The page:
Looking for cybersecurity experts? Consider hiring veterans

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Veteran Michael Kassner says former military personnel might know more about cybersecurity than employers think. Read about some of the skills veterans could bring to a cybersecurity job.

American soldier in military uniform preventing cyber attack in military intelligence center. An US officer intercepting messages to stop terrorism. Modern warfare system surveillance concept.

Image: Smederevac, Getty Images/iStockphoto

Something that gladdens the hearts of cybercriminals are tech-media reports that there are not enough cybersecurity pros. For instance, in a May 2020 article from TechRepublic contributing writer Esther Shein about how to find a job in cybersecurity, she stated: “While there are an estimated 2.8 million cybersecurity professionals, ‘it would take a 145% increase in the number of these professionals in order to fill the current estimated need for 4.07 million cybersecurity professionals,’ according to the latest Cybersecurity Workforce Study from (ISC)2.”

There may be a way to improve the odds. The US Government Accountability Office reports that, according to the Department of Defense, more than 200,000 members of the US military transition from active duty to civilian life annually, and smart people are suggesting this pool of men and women, who are versed in defensive tactics and accustomed to continuous training, might be a welcome resource.

SEE: Hiring Kit: Cybersecurity Engineer (TechRepublic Premium)

What’s more, veterans are trusted with advanced technology and understand that keeping it secure is a priority. “Today’s military networks contain so much sensitive information they’re often classified as weapons systems in order to ensure the utmost level of protection,” writes Matt Cates in his G.I.Jobs article, “Cybersecurity Jobs for Veterans.” Military members in all branches and across nearly every career work on computers linked to these very same weaponized networks. 

Working in a secure environment, Cates said, gives service personnel–even those not working in IT–an advantage. “Every military member receives mandatory training, including courses on information security,” Cates said. “It becomes almost second nature to be on the lookout for suspicious emails, to be cautious when using external storage devices, and to have situational awareness when discussing sensitive information.”

Why veterans skills don’t always match civilian job requirements

Many proponents of using ex-military personnel to help secure civilian networks agree with Cates’ belief that being in the military helps develop soft skills, such as proactivity, analytical thinking and problem solving, and diligence to ensure work will continue unimpeded. Cates pointed out that all of those attributes transfer nicely to defending a company’s digital infrastructure.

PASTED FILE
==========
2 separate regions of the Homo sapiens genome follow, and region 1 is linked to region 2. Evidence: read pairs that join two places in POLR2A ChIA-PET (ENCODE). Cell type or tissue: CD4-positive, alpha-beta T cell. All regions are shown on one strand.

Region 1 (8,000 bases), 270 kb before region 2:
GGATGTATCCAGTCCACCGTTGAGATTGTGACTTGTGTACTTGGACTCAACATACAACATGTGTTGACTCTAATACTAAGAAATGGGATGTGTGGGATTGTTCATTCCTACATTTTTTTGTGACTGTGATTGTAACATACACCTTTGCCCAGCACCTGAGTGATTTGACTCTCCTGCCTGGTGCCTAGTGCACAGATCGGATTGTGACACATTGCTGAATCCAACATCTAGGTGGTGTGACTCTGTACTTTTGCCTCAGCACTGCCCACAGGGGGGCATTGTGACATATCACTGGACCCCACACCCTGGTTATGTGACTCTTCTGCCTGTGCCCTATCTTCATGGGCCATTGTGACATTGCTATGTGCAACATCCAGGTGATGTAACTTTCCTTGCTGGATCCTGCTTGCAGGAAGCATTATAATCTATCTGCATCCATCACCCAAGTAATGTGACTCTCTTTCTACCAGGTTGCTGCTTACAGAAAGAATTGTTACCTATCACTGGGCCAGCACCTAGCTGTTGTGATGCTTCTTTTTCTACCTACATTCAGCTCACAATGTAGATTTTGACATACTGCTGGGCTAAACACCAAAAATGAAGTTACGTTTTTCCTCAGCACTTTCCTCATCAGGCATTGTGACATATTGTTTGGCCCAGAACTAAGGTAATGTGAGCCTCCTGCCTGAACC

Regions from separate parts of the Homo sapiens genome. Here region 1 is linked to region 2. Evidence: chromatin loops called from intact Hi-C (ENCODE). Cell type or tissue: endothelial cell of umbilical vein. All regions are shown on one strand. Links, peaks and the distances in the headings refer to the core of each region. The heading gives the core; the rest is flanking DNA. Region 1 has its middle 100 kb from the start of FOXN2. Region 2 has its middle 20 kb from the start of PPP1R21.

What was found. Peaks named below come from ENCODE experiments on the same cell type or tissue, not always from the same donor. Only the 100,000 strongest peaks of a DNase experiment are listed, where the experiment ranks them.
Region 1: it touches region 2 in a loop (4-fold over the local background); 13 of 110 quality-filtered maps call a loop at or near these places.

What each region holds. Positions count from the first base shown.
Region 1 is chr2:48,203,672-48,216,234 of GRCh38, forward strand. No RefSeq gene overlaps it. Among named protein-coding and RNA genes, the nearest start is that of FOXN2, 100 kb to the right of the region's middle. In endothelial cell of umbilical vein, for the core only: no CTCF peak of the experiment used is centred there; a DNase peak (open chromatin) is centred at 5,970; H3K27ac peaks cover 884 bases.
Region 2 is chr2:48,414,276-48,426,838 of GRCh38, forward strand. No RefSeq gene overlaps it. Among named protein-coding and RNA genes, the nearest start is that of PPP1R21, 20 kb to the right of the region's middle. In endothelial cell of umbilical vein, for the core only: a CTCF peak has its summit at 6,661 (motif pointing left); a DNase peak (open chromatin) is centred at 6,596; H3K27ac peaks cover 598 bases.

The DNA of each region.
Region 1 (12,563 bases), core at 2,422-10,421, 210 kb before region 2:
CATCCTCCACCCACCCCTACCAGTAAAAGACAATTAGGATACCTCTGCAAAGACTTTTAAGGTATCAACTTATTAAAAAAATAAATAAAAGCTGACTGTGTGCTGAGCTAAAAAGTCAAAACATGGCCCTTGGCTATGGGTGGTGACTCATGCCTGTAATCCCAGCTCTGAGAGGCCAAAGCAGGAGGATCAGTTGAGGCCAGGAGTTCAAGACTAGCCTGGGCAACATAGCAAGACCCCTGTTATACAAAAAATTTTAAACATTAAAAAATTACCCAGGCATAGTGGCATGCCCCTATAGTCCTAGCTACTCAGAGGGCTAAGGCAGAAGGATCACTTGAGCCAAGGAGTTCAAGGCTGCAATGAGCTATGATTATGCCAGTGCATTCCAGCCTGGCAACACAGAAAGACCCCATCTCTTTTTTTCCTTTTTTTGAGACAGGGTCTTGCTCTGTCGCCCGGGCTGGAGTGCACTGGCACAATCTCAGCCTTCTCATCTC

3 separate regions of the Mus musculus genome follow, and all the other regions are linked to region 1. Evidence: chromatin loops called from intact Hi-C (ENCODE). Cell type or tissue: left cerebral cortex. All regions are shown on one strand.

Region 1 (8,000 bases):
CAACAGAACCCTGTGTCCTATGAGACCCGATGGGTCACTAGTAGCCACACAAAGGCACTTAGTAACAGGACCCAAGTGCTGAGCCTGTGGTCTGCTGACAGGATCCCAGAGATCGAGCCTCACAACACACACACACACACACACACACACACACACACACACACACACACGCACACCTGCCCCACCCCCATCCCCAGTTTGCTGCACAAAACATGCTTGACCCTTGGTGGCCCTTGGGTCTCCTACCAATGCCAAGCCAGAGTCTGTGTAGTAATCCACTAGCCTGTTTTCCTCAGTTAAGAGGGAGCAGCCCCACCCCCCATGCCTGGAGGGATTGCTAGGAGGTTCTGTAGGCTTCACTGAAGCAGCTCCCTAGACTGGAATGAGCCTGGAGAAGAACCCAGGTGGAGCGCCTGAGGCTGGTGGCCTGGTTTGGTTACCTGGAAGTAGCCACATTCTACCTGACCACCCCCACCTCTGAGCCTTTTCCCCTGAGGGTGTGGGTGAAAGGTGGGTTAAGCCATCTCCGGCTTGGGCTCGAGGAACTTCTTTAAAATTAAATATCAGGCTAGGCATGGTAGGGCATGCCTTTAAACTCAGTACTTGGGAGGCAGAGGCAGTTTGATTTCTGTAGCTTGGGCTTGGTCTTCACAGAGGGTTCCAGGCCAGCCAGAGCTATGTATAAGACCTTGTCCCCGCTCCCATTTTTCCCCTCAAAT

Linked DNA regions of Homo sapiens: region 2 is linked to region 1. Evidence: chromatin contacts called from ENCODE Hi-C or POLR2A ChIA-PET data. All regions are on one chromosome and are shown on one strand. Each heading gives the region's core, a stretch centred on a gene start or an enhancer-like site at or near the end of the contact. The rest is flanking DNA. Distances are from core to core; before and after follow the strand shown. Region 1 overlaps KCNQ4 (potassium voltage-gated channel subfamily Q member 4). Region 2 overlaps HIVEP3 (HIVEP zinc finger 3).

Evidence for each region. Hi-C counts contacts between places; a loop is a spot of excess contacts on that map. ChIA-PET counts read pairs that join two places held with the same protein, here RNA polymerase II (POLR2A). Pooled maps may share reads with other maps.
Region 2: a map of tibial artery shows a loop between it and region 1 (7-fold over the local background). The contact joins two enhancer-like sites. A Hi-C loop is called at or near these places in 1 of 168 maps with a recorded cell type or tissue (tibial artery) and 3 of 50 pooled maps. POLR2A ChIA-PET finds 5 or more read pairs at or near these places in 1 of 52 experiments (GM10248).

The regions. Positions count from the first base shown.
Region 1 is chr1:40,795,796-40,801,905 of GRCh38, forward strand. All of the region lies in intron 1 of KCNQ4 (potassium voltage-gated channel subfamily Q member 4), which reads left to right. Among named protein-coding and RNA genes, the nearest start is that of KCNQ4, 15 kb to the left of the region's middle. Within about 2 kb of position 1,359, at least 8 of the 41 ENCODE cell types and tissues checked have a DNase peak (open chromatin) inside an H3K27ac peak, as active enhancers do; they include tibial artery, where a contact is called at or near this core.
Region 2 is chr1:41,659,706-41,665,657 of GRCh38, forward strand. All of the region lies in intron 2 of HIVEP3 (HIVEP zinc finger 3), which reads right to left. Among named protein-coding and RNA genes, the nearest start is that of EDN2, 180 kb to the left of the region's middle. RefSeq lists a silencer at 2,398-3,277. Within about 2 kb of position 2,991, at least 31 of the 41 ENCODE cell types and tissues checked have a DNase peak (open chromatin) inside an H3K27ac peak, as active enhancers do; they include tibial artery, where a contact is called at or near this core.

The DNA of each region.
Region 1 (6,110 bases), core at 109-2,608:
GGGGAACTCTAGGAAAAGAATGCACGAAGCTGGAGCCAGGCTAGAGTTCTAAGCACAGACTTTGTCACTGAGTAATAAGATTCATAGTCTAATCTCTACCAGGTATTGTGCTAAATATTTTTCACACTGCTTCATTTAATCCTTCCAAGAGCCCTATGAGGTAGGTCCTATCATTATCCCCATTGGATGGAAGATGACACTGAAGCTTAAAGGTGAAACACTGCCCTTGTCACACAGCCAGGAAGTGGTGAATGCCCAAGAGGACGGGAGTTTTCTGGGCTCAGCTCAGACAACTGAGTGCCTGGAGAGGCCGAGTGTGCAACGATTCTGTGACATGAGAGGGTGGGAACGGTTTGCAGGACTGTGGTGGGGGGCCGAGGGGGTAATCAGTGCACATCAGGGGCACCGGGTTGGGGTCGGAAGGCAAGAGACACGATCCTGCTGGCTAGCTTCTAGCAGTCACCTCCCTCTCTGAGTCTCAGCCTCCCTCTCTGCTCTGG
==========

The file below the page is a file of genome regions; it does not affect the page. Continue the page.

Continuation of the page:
However, these skills are often poorly translated to employers. “While in the military, service members often lead in roles that closely mirror jobs in the civilian workforce, their resumes fail to describe their responsibilities in civilian terminology, their experience can get lost in translation on resumes or in job interviews,” said Chris Presley, a former US Army specialist in cryptography, and a security engineer at WhiteHat Security, in Cates’ article.

Veterans still need training in cybersecurity

Dana Hawkins, director of security services at Proficio, served in the Navy and California Air National Guard. He mentioned another challenge facing military personnel looking for positions in cybersecurity.  

“The biggest challenge for transitioning veterans will be getting up to speed on newer technologies,” Hawkins said. “The technology that most soldiers use is three to five years behind their civilian counterparts.”

Where can veterans get cybersecurity training?

Wanting this to be a win-win situation for both ex-military personnel and companies, organizations are beginning to provide the necessary training to get them up to speed.

“Organizations such as CyberVets USA offer free online training, certification and employment opportunities to transitioning service members, veterans, National Guard members, and reservists, as well as military spouses looking to enter the cyber workforce,” said Frank Ohlhorst in his Dice article, “Veterans: Best Solution to the Cybersecurity Shortage?” “Government agencies such as the Department of Homeland Security are also offering programs to help veterans launch careers in cybersecurity.”

Veterans can find additional training resources at the Department of Veterans Affairs’ Veteran Readiness and Employment programInstitute for Veterans and Military Families and Hire Heroes USA, as well as other nonprofit agencies that help veterans find post-military employment.

Vendors are also joining the trend:

My own post-military journey

As a veteran, I am grateful that I learned a number of soft skills that were paramount in the military and helped me overcome obstacles. Soft skills are invaluable to current cybersecurity professionals and those aspiring to enter the field and could give your employer an advantage in the ongoing cyberwar. 

For more related coverage, check out these TechRepublic articles: Veterans and military spouses use telework training program to find portable jobsWhy military veterans might be key to closing the cybersecurity jobs gapVeteran talks about her journey from the military to a successful IT careerAI can help veterans transition to civilian workforce, and Veterans training program helping to fill manufacturing skills gap.

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